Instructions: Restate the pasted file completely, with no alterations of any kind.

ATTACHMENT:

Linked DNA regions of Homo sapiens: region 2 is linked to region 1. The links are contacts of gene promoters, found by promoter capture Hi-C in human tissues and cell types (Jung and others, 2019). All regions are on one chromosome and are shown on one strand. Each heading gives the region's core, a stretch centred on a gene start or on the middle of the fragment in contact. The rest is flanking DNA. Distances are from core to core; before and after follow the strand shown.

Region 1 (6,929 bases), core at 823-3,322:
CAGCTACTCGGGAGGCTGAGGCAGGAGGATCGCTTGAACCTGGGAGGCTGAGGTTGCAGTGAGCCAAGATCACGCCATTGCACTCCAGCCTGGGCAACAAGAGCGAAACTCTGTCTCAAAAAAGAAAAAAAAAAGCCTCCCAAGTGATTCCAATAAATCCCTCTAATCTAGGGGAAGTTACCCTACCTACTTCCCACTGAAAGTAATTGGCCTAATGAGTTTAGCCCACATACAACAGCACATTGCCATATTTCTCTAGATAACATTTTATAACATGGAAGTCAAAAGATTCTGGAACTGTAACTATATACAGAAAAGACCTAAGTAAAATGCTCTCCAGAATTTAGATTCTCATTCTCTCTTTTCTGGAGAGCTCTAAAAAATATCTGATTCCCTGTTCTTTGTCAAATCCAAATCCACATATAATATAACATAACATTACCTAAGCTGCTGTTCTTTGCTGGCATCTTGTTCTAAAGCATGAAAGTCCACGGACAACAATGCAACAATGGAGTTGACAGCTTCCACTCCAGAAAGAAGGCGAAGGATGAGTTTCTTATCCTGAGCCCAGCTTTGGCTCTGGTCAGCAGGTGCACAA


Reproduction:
Linked DNA regions of Homo sapiens: region 2 is linked to region 1. The links are contacts of gene promoters, found by promoter capture Hi-C in human tissues and cell types (Jung and others, 2019). All regions are on one chromosome and are shown on one strand. Each heading gives the region's core, a stretch centred on a gene start or on the middle of the fragment in contact. The rest is flanking DNA. Distances are from core to core; before and after follow the strand shown.

Region 1 (6,929 bases), core at 823-3,322:
CAGCTACTCGGGAGGCTGAGGCAGGAGGATCGCTTGAACCTGGGAGGCTGAGGTTGCAGTGAGCCAAGATCACGCCATTGCACTCCAGCCTGGGCAACAAGAGCGAAACTCTGTCTCAAAAAAGAAAAAAAAAAGCCTCCCAAGTGATTCCAATAAATCCCTCTAATCTAGGGGAAGTTACCCTACCTACTTCCCACTGAAAGTAATTGGCCTAATGAGTTTAGCCCACATACAACAGCACATTGCCATATTTCTCTAGATAACATTTTATAACATGGAAGTCAAAAGATTCTGGAACTGTAACTATATACAGAAAAGACCTAAGTAAAATGCTCTCCAGAATTTAGATTCTCATTCTCTCTTTTCTGGAGAGCTCTAAAAAATATCTGATTCCCTGTTCTTTGTCAAATCCAAATCCACATATAATATAACATAACATTACCTAAGCTGCTGTTCTTTGCTGGCATCTTGTTCTAAAGCATGAAAGTCCACGGACAACAATGCAACAATGGAGTTGACAGCTTCCACTCCAGAAAGAAGGCGAAGGATGAGTTTCTTATCCTGAGCCCAGCTTTGGCTCTGGTCAGCAGGTGCACAA